Sunday, December 11, 2011

Rainbow Scarab: AKA Dung Beetle

We heard back from What's that Bug.
It looks like we have a  rainbow scarab which is a type of dung beetle.

These beetles are related to the scarab of ancient Egypt.

It is not common for these beetles to be out and about. Usually they have to be observed in their habitats. The adults work in pairs to dig deep burrows under animal dung with their front legs. We were fortunate enough to see this female without digging!

The males have a long, curved horn on the front of their heads. Interestingly enough, their color comes from the insect fauna in the dung.

As you can imagine, these beetles are important for recycling animal feces.

*Be advised this video is of the beetles working guessed it... dung.

Wow. That is definitely something I never would have learned before homeschooling! :)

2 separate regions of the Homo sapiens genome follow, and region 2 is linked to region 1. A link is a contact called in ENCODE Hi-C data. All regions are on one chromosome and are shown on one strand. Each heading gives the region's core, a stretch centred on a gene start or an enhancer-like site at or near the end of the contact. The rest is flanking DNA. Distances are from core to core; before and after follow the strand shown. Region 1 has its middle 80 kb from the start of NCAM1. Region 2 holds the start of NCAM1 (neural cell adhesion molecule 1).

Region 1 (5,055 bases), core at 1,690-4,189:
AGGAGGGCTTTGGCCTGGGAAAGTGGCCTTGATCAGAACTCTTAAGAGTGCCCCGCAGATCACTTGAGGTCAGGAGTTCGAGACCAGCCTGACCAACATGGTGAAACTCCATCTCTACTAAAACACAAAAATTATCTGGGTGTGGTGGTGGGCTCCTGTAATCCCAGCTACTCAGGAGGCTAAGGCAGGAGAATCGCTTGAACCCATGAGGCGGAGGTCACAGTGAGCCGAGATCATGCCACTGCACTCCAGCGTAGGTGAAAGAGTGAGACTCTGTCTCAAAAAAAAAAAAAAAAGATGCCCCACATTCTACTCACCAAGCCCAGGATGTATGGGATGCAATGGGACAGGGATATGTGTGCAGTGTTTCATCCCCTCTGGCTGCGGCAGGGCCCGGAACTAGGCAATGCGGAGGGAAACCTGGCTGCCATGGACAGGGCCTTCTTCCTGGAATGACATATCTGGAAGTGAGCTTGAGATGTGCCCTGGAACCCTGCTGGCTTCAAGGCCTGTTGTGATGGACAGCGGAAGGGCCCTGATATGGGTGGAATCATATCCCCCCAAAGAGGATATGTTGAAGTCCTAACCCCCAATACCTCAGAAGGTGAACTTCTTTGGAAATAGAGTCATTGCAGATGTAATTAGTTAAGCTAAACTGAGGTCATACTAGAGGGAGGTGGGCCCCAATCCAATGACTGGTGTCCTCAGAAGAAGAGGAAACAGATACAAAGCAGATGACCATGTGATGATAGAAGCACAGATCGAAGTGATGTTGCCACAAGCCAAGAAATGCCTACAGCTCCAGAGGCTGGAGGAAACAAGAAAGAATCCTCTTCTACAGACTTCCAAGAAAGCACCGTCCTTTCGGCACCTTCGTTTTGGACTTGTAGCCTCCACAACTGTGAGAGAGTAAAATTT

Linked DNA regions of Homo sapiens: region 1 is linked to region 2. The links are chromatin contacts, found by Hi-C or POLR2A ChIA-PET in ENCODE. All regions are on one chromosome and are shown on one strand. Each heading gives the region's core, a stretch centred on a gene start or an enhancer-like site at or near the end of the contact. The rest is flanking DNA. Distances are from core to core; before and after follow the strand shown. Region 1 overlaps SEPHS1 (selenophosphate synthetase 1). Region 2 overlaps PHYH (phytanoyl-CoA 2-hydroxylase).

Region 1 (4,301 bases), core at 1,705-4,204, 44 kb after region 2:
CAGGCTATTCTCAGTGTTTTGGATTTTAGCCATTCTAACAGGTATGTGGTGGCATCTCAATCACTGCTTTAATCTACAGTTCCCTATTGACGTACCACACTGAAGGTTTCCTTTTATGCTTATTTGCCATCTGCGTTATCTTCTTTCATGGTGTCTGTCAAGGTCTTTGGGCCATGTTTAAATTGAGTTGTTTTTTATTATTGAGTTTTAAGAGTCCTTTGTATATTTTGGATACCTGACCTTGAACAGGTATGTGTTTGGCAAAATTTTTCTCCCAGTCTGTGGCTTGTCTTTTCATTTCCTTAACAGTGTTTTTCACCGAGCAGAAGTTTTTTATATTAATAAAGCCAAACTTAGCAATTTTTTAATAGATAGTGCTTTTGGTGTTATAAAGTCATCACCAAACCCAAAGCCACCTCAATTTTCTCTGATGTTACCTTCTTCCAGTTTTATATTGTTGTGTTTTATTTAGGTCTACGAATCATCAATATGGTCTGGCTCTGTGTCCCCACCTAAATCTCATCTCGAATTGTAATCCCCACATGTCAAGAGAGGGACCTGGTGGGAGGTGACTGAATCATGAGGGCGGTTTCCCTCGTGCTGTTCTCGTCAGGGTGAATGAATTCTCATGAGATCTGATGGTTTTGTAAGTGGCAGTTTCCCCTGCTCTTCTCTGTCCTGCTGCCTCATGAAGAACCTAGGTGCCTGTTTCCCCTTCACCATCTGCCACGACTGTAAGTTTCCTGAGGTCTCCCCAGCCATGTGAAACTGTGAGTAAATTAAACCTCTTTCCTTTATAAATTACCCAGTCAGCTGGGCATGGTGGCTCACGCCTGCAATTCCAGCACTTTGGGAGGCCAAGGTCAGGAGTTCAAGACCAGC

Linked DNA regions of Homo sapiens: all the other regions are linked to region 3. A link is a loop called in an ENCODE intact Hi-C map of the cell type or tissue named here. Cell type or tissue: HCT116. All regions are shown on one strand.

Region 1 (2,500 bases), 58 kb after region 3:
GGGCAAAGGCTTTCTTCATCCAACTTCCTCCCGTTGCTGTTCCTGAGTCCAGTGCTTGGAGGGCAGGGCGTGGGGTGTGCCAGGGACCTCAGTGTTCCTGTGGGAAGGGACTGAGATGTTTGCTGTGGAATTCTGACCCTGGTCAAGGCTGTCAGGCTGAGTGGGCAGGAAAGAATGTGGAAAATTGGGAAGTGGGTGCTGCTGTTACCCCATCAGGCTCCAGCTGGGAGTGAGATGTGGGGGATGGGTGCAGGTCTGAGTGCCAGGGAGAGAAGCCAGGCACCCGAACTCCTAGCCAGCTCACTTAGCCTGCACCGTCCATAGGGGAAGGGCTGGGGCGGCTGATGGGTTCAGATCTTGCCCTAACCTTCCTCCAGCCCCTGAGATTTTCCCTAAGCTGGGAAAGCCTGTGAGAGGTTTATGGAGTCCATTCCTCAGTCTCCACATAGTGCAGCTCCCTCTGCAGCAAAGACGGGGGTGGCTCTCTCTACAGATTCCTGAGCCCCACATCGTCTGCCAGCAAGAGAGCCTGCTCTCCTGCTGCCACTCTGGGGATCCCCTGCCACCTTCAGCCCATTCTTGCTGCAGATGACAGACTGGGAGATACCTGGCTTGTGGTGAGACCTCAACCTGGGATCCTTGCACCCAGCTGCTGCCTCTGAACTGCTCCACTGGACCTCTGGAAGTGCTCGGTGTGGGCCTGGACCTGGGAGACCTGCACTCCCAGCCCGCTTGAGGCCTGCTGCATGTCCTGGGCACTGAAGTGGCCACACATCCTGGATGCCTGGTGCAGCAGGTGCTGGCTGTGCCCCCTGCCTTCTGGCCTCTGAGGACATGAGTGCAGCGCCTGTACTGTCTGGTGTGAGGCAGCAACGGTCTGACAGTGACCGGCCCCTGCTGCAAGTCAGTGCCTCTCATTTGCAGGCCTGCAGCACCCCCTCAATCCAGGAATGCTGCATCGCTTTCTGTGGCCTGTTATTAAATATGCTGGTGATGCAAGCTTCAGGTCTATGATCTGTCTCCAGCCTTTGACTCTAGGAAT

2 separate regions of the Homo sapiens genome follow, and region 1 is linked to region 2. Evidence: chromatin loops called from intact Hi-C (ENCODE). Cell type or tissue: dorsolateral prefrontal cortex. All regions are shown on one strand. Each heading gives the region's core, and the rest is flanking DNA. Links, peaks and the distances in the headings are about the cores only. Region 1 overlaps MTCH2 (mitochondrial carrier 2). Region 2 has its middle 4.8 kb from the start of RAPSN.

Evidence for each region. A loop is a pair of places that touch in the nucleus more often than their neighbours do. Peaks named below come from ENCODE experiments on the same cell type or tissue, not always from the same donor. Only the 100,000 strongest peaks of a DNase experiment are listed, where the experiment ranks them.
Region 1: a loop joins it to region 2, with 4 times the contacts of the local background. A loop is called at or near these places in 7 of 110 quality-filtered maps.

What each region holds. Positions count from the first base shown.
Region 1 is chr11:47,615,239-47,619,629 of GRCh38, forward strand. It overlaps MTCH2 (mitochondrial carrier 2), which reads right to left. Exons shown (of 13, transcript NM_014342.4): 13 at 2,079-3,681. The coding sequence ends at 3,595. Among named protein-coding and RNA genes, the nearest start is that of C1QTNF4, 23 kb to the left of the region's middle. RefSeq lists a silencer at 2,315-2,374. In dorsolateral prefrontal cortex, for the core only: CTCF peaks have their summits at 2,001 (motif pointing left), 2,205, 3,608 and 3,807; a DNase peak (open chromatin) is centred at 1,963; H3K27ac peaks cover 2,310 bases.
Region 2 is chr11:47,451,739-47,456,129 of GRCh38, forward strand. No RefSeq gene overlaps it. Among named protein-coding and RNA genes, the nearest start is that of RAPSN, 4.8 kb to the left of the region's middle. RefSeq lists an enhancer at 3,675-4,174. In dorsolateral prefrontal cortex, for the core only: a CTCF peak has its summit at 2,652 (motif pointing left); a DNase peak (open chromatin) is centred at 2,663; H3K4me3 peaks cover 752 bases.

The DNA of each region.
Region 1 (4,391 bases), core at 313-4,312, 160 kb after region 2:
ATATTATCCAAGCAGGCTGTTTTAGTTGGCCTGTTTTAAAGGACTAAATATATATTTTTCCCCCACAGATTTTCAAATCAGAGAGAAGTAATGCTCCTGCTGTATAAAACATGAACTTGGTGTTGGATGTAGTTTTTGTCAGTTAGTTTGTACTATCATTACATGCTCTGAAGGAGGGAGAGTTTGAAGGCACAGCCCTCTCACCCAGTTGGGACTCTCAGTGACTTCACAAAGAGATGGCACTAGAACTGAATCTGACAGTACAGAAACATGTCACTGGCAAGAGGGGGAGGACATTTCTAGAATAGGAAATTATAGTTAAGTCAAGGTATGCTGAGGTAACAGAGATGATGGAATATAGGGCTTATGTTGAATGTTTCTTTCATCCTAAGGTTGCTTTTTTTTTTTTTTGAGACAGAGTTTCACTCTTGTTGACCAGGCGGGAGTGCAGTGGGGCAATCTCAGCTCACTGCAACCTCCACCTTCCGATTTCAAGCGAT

Wishing you homeschool blessings,

Science Sunday


Ticia said...

Okay so dung beetles are incredibly gross, but they have such pretty colors. That just does not seem fair.

Thanks for linking up to Science Sunday!

Barb said...

What useful little creatures...Rainbow Scarab sounds so much more beautiful. We can just leave it at that!
Thanks for sharing your entry and for setting a great example in digging deeper to find the answer to the identity of this insect.

Zonnah said...

wow, they are beautiful.

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